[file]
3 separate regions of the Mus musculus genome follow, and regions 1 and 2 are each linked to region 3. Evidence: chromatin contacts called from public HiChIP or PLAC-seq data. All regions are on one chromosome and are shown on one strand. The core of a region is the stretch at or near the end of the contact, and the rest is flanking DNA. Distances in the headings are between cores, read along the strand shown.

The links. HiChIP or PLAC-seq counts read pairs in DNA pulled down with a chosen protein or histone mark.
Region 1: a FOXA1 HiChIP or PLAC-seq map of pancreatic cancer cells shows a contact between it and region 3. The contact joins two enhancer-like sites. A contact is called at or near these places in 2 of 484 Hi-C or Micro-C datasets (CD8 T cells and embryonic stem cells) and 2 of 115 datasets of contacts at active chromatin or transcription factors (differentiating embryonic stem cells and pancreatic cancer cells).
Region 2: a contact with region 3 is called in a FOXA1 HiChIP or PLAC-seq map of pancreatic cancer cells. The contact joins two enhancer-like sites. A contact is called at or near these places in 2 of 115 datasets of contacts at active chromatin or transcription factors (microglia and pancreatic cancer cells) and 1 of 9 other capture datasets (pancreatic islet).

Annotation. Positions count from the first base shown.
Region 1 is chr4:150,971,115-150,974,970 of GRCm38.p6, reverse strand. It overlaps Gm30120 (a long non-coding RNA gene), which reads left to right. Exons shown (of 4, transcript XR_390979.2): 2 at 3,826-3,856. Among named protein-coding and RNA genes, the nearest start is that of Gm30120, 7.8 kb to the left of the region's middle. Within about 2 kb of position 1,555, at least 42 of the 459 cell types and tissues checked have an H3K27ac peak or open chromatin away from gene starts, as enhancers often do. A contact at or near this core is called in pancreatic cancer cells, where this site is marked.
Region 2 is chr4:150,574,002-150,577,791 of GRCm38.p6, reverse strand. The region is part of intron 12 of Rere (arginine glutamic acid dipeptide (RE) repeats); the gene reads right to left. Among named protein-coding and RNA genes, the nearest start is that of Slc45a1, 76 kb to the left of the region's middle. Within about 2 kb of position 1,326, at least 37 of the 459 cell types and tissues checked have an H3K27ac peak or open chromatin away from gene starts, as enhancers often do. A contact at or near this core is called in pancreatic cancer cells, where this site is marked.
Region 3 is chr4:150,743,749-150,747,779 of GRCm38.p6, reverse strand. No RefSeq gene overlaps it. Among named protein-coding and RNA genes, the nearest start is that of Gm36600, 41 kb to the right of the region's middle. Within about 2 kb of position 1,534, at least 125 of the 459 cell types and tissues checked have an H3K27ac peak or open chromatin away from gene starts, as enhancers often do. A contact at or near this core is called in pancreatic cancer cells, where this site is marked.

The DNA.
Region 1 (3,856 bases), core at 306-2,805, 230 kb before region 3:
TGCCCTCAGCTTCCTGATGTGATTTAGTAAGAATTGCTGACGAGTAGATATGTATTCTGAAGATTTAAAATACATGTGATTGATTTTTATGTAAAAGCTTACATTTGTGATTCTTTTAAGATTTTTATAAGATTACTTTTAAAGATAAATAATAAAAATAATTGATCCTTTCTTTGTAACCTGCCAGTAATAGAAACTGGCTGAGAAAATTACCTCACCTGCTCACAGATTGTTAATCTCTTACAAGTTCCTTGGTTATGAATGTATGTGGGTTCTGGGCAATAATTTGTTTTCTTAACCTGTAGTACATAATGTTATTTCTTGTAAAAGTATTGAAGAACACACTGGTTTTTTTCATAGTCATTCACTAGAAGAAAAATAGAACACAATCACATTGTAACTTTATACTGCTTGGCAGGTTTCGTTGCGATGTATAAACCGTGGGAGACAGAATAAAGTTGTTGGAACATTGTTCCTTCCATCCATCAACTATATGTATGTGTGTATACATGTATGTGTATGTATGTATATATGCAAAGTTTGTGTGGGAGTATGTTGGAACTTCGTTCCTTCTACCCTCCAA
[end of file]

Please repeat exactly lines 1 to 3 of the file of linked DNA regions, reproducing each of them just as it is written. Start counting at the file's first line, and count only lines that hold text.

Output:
3 separate regions of the Mus musculus genome follow, and regions 1 and 2 are each linked to region 3. Evidence: chromatin contacts called from public HiChIP or PLAC-seq data. All regions are on one chromosome and are shown on one strand. The core of a region is the stretch at or near the end of the contact, and the rest is flanking DNA. Distances in the headings are between cores, read along the strand shown.

The links. HiChIP or PLAC-seq counts read pairs in DNA pulled down with a chosen protein or histone mark.
Region 1: a FOXA1 HiChIP or PLAC-seq map of pancreatic cancer cells shows a contact between it and region 3. The contact joins two enhancer-like sites. A contact is called at or near these places in 2 of 484 Hi-C or Micro-C datasets (CD8 T cells and embryonic stem cells) and 2 of 115 datasets of contacts at active chromatin or transcription factors (differentiating embryonic stem cells and pancreatic cancer cells).